*Note* This scheduling program was not designed by folks who do a lot with APA Style and unfortunately it defaults to listing authors in alphabetical order. We cannot fix this for this online schedule, but the author orders are posted in the order submitted in the printed program available via pdf here.
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Saturday, March 7 • 3:45pm - 5:00pm
Intersecting Identities: Promoting Social Justice Within & Beyond the Supervisory Relationship

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Advocacy and social justice are concepts that are often mentioned in clinical training to up-and-coming mental health professionals, yet mentorship regarding these topics is often lacking within supervision. Clinical psychology trainees often work in close supervisory relationships to hone their clinical skills and theoretical orientations, which makes it an exemplary arena to discuss advocacy and social/restorative justice at various systemic levels. It is commonly understood that, ethically, supervisors and their supervisees should be discussing issues related to multiculturalism and diversity as related to the trainee’s clients; however, that is often where the discussion ends. What is frequently missing in clinical programs and at practicum sites is a critical and ongoing dialogue related to the intersecting identity categories of both the supervisee and the supervisor as this can greatly impact the supervisory relationship, and consequently the therapeutic relationships that the supervisee has with her or his clients. In order to address this concern, a de-identified, supervision vignette will be presented (via PowerPoint) within the theoretical framework of social dominance theory accompanied by an integration of feminist theory. The supervisory vignette will be utilized to generate understanding and ability of audience members in identifying and predicting: (a) intersecting identity categories, (b) dominant societal patterns, and (c) power differentials – all within the supervisory relationship. Some of the intersecting identity categories in the supervisory vignette are: (a) gender, (b) race, (c) sexual orientation, (d) gender expression, and (e) disability status. After a thorough explanation of the clinical supervision example, the presenter will address how the supervisory relationship can impact the therapeutic relationships that a trainee has with her or his clients. The importance of navigating intersecting identities within clinical supervision as a means of mentoring trainees in advocacy and restorative justice will be a central theme of the presentation.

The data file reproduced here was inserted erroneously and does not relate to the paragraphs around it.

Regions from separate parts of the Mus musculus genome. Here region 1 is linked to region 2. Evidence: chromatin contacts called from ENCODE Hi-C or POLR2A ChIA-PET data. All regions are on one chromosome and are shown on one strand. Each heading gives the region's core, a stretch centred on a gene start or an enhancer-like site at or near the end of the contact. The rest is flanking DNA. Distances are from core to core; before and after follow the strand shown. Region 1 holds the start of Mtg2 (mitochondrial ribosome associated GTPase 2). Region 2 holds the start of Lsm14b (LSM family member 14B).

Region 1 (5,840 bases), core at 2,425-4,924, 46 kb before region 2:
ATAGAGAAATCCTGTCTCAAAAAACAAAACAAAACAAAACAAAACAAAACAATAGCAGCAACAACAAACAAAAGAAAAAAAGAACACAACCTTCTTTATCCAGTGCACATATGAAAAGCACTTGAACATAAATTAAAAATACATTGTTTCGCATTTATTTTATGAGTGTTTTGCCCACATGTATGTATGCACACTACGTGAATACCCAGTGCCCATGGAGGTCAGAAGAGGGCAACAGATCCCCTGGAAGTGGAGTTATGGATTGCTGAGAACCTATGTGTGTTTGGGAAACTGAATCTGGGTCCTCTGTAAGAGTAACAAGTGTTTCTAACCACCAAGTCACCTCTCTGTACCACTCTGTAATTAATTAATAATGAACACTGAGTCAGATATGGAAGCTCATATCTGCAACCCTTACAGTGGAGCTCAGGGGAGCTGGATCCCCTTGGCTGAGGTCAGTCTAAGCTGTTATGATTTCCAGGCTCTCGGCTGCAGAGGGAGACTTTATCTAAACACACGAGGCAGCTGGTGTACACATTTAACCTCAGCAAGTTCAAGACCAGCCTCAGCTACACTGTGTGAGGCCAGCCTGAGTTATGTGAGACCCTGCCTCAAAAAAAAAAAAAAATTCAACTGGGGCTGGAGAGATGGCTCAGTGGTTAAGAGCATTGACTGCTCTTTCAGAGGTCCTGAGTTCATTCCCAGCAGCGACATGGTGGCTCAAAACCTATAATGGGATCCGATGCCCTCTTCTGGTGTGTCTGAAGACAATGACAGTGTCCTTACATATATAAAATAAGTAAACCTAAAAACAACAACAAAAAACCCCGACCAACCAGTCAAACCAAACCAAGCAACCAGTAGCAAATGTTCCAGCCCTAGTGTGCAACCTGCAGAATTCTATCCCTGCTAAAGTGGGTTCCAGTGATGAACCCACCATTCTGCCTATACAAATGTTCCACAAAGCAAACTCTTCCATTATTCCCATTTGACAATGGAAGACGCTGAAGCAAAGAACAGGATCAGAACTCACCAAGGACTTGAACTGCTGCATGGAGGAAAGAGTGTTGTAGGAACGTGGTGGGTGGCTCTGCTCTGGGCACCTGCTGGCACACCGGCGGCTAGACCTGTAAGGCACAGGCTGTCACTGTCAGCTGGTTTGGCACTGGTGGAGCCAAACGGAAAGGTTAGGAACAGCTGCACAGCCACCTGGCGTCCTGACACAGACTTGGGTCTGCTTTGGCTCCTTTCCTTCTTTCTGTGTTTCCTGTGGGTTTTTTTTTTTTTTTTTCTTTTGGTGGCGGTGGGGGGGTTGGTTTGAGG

Saturday March 7, 2015 3:45pm - 5:00pm PST